SaaS Evolution Keeps Enterprises On Their Toes

On-demand software hasn't supplanted or caused a wholesale replacement of on-premise software, but it is making its market in particular ways.

PALO ALTO, Calif.--Software-as-a-service (SaaS) is finding its way into enterprises in unique ways and having its own special impact on how business is done.

That was the consensus of four panelists here at the AlwaysOn OnDemand conference, hosted in HP's Palo Alto, Calif. headquarters. All four have their own on-demand software firms and shared their experiences in dealing with enterprise customers.

By default, not design, most companies are a hybrid integration environment, with data behind the firewall but also data sitting in Salesforce or SuccessFactors. The quandary for these companies is how do you mash that data up for business, said Quentin Gallivan, CEO of Pivotlink.

The other emerging trend is that SaaS and business intelligence (BI) have formed a hybrid model and allowed for new functionality that traditional apps could not do before, said Gallivan, who cited the extension of analytics to enterprise supply chains as one important example. The outdoor sporting goods equipment chain REI extends its reports to vendors, so vendors selling in REI get daily reports on how things are selling.

"You could never do that in a traditional on-premises world," said Gallivan.

About 60 percent of the customers for SaaS are the IT department. "They see us as an augmentation model, so we've embraced this augmentation model. We market directly to IT. We're your augmentation strategy. You don’t have to throw out Cognos, don’t have to throw out Business Objects. But if you have apps you just can get to, we'll come in and take care of that. We'll be part of your BI competence center," said Gallivan.

But he added that there has been a shift in who is using BI. "The power shift is moving from IT to the business user. It might be a VP of marketing or someone in the supply chain, and they can't wait weeks or months to have deep analytics in the supply chain. They need it immediately," he said.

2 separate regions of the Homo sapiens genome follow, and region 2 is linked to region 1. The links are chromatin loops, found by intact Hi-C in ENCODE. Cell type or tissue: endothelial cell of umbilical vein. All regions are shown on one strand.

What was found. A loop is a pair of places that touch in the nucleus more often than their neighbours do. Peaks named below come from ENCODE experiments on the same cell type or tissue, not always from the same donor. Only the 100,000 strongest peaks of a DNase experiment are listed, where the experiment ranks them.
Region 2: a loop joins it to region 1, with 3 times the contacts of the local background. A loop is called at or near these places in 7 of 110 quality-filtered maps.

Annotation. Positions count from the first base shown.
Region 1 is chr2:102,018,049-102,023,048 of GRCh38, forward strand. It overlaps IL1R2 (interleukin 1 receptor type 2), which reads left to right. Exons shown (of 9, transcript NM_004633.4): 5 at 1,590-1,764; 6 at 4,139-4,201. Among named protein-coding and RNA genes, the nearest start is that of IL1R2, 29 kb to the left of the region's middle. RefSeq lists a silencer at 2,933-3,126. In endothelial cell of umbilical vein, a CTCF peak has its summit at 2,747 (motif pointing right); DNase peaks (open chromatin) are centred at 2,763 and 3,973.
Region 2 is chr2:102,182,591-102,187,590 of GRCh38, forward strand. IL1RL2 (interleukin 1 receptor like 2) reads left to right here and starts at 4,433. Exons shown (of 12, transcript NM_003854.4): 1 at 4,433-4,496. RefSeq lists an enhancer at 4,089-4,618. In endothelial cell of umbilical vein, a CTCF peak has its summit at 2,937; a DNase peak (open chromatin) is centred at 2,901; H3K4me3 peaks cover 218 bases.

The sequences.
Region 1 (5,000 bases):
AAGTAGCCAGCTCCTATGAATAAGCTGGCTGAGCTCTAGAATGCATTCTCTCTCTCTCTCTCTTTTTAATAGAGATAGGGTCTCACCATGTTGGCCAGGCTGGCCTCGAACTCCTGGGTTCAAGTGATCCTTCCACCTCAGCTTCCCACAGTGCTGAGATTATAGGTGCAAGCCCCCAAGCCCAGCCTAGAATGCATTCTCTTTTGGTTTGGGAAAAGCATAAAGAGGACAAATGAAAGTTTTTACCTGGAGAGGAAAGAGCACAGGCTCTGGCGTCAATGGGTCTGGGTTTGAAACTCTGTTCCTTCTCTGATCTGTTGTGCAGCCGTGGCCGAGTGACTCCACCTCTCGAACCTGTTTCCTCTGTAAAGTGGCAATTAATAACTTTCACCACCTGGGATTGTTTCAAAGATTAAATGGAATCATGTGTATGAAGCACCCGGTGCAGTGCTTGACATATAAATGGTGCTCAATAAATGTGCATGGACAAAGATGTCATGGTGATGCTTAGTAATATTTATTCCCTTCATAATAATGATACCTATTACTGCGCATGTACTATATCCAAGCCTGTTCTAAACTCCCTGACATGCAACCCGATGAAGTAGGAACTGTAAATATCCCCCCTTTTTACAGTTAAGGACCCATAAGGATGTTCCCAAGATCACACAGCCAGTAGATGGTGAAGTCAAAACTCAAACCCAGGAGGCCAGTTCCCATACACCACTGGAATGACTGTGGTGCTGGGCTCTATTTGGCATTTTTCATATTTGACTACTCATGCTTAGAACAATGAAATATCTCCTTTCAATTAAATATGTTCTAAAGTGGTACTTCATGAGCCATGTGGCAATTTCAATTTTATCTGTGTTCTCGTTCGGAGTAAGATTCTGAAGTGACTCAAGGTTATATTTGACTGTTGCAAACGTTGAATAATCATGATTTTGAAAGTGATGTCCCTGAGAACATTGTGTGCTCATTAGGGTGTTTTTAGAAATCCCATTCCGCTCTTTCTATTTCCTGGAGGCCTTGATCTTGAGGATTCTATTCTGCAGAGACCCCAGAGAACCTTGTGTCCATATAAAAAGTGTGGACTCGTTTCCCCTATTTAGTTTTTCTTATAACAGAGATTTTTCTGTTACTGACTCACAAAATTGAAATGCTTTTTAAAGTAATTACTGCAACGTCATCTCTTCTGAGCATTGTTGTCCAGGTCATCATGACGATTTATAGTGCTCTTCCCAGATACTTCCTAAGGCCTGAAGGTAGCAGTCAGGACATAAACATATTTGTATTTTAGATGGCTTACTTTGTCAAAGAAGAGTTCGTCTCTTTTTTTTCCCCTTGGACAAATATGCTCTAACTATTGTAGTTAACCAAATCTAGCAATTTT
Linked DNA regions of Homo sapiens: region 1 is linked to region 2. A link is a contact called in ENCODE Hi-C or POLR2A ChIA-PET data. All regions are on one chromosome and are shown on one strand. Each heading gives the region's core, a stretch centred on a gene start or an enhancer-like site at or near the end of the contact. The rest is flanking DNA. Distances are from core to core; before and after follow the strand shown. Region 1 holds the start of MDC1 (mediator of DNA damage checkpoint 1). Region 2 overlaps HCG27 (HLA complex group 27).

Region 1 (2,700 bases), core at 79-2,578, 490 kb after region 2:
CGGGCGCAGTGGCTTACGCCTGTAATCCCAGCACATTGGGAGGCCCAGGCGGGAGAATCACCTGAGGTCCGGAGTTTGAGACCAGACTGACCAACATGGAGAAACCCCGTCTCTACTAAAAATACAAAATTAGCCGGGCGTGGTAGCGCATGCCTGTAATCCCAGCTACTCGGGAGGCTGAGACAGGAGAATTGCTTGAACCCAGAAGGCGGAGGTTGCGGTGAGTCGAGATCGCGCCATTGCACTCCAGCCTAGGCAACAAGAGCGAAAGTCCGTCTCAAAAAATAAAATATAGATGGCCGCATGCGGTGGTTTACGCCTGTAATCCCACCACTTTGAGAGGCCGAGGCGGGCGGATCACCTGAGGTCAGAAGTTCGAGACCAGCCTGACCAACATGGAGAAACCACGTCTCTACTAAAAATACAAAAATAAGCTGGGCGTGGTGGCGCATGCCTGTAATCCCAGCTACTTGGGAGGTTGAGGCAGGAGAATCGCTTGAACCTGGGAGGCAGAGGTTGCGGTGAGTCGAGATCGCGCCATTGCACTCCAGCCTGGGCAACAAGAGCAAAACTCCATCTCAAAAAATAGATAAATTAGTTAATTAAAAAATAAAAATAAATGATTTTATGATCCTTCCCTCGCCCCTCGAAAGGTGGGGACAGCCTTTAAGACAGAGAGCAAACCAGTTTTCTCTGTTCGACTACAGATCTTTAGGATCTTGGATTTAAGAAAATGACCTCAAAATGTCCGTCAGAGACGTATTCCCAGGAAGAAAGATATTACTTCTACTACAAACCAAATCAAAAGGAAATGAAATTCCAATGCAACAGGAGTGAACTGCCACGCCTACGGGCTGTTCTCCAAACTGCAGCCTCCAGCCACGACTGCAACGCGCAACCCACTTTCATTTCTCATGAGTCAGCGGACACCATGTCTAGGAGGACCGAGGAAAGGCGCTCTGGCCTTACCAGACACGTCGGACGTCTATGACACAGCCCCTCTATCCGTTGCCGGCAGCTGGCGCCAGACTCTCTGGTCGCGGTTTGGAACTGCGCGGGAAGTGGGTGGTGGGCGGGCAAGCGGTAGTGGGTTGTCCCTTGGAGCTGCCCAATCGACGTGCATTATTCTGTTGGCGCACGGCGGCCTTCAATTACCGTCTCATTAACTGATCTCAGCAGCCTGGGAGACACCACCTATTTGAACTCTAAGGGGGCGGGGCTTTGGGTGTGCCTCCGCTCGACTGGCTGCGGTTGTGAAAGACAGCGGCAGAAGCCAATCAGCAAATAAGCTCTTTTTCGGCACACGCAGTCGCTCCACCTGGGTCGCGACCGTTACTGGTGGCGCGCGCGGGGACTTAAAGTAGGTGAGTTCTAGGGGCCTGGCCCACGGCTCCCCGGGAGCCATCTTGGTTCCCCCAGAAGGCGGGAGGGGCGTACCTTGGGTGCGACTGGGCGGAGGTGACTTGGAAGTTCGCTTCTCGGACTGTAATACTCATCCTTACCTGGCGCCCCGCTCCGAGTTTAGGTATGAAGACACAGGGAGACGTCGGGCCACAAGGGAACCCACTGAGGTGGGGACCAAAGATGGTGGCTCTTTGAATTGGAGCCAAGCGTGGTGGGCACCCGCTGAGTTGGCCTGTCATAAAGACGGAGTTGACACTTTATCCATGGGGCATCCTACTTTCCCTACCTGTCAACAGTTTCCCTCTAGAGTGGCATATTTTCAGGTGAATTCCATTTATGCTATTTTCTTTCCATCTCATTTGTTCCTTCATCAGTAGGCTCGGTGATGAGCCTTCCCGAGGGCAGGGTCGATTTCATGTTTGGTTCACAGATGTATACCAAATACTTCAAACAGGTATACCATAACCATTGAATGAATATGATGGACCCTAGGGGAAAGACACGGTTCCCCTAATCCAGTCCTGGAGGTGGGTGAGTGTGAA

SaaS has always been pushed as the more economical alternative to on-premises software, but that's not always the case.

Craig Basin, CEO of EasyAsk, described a scenario where a company liked what they saw— particularly the ability to end months of backlogs on reports and redeploy engineers on new tasks—but balked at the $185,000 up-front cost. "That's a tough check to write today," he said. "When the SaaS model price points come down, sales will go up."

Adam Slutsky, CEO of Mimeo, noted that SaaS started with tech firms, who got the concept quicker than other industries. "It's global, huge supply, huge demand, it's where innovators are. Once someone starts working with a remote resource, and it works, they say why not more people?"

Because of these immediate financial benefits, there is more outsourcing of work on things like documentation and tech writing and quality assurance.

Slutsky said he has also noticed another trend carrying over from the eBay world: seller ratings.

"Buyers can make good decisions based on previous work history," he said. "All this transparency and visibility enables the provider of services to build their online reputation and get paid what they are worth in the global economy, and it enables to buyer, an employer, to make a much more informed decision or at least have insight if you want to hire someone with much more transparency than ever before."

Andy Patrizio is a senior editor at, the news service of, the network for technology professionals.

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